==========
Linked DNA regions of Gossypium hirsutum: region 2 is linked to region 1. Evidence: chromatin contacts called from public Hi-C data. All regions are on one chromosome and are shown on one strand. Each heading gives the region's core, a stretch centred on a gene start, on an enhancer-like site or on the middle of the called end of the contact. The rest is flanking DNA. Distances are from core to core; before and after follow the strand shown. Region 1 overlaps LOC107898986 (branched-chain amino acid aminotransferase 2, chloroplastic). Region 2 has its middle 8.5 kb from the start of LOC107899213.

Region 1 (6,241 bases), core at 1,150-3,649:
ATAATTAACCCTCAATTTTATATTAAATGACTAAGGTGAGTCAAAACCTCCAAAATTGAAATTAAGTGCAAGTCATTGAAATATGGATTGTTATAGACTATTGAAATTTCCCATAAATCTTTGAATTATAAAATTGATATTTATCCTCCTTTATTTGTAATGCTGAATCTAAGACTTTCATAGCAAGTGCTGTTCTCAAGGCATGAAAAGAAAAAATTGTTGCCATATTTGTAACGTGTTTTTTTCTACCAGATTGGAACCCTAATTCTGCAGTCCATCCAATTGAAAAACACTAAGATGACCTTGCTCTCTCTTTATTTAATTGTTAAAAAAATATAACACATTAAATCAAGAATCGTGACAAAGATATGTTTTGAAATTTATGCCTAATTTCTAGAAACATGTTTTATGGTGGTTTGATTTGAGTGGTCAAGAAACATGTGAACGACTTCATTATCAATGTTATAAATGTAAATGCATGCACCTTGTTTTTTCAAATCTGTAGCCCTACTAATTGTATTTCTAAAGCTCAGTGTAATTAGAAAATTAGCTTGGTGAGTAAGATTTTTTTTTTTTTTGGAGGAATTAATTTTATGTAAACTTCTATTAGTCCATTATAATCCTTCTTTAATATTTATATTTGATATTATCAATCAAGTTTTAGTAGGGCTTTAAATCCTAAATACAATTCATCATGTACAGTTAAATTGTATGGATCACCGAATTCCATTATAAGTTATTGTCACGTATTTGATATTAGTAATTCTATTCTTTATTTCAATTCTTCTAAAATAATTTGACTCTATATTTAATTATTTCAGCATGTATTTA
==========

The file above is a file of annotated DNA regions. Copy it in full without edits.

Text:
Linked DNA regions of Gossypium hirsutum: region 2 is linked to region 1. Evidence: chromatin contacts called from public Hi-C data. All regions are on one chromosome and are shown on one strand. Each heading gives the region's core, a stretch centred on a gene start, on an enhancer-like site or on the middle of the called end of the contact. The rest is flanking DNA. Distances are from core to core; before and after follow the strand shown. Region 1 overlaps LOC107898986 (branched-chain amino acid aminotransferase 2, chloroplastic). Region 2 has its middle 8.5 kb from the start of LOC107899213.

Region 1 (6,241 bases), core at 1,150-3,649:
ATAATTAACCCTCAATTTTATATTAAATGACTAAGGTGAGTCAAAACCTCCAAAATTGAAATTAAGTGCAAGTCATTGAAATATGGATTGTTATAGACTATTGAAATTTCCCATAAATCTTTGAATTATAAAATTGATATTTATCCTCCTTTATTTGTAATGCTGAATCTAAGACTTTCATAGCAAGTGCTGTTCTCAAGGCATGAAAAGAAAAAATTGTTGCCATATTTGTAACGTGTTTTTTTCTACCAGATTGGAACCCTAATTCTGCAGTCCATCCAATTGAAAAACACTAAGATGACCTTGCTCTCTCTTTATTTAATTGTTAAAAAAATATAACACATTAAATCAAGAATCGTGACAAAGATATGTTTTGAAATTTATGCCTAATTTCTAGAAACATGTTTTATGGTGGTTTGATTTGAGTGGTCAAGAAACATGTGAACGACTTCATTATCAATGTTATAAATGTAAATGCATGCACCTTGTTTTTTCAAATCTGTAGCCCTACTAATTGTATTTCTAAAGCTCAGTGTAATTAGAAAATTAGCTTGGTGAGTAAGATTTTTTTTTTTTTTGGAGGAATTAATTTTATGTAAACTTCTATTAGTCCATTATAATCCTTCTTTAATATTTATATTTGATATTATCAATCAAGTTTTAGTAGGGCTTTAAATCCTAAATACAATTCATCATGTACAGTTAAATTGTATGGATCACCGAATTCCATTATAAGTTATTGTCACGTATTTGATATTAGTAATTCTATTCTTTATTTCAATTCTTCTAAAATAATTTGACTCTATATTTAATTATTTCAGCATGTATTTA